Hacker Money 20170907

Late in the day on Thursday, September 7, 2017, news reports began circulating of a data breach at Equifax, the credit data company. Apparently hackers found a security weakness on some of the web apps the Equifax had been using, and were able to steal at least some potentially compromising information about 143 million Americans (about 44% of us!), including Social Security numbers, addresses, and birthdates. The hackers probably had access between “mid-May and July”, according to Equifax — which they discovered on July 29.

Equifax has long prided itself on its security measures, and offers a variety of services to individuals and other companies on how to avoid or recover from serious data breaches. In response to this event, Equifax began sending letters to people who were impacted — and, shortly after the public announcement, quickly launched a special website so that we can check on the status of our personal data. But for the moment, this website doesn’t contain any particularly helpful information, just an official “enrollment date” on which we can check back.

We urge that you keep a very close eye on your existing financial accounts, watching for activity you don’t expect. We will monitor our clients’ investment accounts, of course, to try to prevent any fraud there; please let us know immediately if you see anything going on in your accounts that you don’t understand. And we recommend that you watch your credit scores, if you can, to see if there are any sudden changes — and if there are, immediately request a free credit report from each of the main reporting agencies (via AnnualCreditReport.com, the one Federally mandated free provider; other services will charge fees). With any luck, we’ll all escape from this unscathed!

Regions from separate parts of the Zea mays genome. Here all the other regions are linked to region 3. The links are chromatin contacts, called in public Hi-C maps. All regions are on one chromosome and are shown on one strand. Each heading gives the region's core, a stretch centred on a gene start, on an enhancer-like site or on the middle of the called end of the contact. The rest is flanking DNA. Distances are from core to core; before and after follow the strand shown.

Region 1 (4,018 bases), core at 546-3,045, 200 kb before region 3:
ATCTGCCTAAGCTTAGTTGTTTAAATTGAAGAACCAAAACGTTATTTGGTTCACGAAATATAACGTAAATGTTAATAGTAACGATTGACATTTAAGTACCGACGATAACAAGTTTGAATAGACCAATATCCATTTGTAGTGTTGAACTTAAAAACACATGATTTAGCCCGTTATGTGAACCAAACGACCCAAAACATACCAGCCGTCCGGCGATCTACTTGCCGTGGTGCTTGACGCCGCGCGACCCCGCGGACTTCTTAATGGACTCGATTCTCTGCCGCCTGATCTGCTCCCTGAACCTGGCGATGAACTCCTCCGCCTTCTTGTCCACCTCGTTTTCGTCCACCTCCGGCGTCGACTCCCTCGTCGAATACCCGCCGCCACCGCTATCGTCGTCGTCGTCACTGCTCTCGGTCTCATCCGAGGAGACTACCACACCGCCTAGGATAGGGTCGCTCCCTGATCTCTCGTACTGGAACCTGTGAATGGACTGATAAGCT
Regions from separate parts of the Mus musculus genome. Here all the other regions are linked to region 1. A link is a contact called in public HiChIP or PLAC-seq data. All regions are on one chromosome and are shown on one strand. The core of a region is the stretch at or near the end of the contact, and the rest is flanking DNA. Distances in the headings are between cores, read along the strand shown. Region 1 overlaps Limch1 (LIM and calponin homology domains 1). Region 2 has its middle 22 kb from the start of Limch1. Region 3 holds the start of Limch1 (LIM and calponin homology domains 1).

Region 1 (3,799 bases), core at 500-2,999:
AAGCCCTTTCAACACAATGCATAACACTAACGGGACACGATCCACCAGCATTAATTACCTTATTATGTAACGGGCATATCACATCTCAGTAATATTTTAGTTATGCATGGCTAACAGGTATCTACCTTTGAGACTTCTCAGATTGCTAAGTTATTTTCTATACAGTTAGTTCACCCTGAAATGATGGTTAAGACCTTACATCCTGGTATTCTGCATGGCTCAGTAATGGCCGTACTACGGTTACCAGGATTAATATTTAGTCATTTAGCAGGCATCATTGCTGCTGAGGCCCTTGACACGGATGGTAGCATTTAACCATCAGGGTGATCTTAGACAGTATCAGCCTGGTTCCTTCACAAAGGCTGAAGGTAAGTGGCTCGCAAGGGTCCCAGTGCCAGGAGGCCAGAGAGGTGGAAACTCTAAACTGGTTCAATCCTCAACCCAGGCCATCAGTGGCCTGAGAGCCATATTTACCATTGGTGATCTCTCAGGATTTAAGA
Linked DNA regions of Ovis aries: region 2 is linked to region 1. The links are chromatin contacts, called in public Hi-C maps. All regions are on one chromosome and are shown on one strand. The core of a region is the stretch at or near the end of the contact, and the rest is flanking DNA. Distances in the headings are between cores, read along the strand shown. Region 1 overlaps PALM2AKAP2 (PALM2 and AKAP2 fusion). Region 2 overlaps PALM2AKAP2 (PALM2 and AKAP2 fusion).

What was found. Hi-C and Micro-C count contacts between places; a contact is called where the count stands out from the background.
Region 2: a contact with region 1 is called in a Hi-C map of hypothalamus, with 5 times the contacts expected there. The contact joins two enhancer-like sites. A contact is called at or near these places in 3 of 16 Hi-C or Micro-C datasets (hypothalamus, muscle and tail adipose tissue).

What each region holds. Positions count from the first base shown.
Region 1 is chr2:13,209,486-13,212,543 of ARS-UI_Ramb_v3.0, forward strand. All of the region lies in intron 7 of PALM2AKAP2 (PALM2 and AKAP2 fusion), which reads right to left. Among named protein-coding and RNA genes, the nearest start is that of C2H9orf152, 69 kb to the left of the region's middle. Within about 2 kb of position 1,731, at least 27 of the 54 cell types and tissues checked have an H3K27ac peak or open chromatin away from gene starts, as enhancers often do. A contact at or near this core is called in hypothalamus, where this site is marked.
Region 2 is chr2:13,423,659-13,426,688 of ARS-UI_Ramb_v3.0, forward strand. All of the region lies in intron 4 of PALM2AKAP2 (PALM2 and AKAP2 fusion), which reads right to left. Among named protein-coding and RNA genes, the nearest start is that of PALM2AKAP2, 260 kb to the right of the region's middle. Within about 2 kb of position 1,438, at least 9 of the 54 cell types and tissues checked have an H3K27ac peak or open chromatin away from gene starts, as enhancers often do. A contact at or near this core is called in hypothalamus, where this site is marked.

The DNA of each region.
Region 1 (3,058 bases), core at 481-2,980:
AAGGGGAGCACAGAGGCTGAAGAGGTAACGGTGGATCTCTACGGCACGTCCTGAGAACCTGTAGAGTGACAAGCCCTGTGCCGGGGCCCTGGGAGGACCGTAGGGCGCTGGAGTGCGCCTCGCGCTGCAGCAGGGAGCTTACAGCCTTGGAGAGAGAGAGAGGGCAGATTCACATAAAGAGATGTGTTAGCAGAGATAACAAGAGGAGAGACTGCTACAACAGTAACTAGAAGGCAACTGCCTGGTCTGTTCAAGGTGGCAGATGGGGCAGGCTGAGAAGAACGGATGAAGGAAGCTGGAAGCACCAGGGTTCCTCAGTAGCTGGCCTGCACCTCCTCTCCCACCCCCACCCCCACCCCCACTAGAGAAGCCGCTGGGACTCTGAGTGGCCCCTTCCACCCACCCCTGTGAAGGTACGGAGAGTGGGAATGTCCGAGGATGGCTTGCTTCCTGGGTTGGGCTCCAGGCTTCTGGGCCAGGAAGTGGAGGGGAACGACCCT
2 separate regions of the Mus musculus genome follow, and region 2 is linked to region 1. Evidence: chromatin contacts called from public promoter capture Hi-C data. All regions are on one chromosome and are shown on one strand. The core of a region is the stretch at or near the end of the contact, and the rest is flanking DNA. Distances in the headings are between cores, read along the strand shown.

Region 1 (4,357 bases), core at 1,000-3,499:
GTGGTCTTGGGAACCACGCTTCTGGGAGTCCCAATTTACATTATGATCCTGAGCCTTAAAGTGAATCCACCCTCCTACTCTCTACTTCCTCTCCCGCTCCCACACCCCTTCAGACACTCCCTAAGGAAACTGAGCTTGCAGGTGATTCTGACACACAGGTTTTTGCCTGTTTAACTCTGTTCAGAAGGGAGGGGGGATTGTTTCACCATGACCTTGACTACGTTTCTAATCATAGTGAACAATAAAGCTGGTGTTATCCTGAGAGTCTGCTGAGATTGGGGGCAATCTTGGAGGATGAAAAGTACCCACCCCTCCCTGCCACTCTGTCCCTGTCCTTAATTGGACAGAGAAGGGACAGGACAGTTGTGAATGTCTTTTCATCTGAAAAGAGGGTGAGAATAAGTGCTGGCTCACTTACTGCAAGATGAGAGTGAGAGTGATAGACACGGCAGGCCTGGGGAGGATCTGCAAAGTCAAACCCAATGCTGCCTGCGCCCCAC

— Update — Saturday, September 9 —

Probably the best of the “now what?” articles was published in yesterday’s New York Times: “Equifax’s Instructions Are Confusing. Here’s What to Do Now”, by Ron Lieber. He suggests signing up for all the fraud alerts available, but also to go ahead and pay to “freeze” your credit reports. It’s time-consuming, and not free, but should (with any luck) keep criminals from opening new accounts in your name.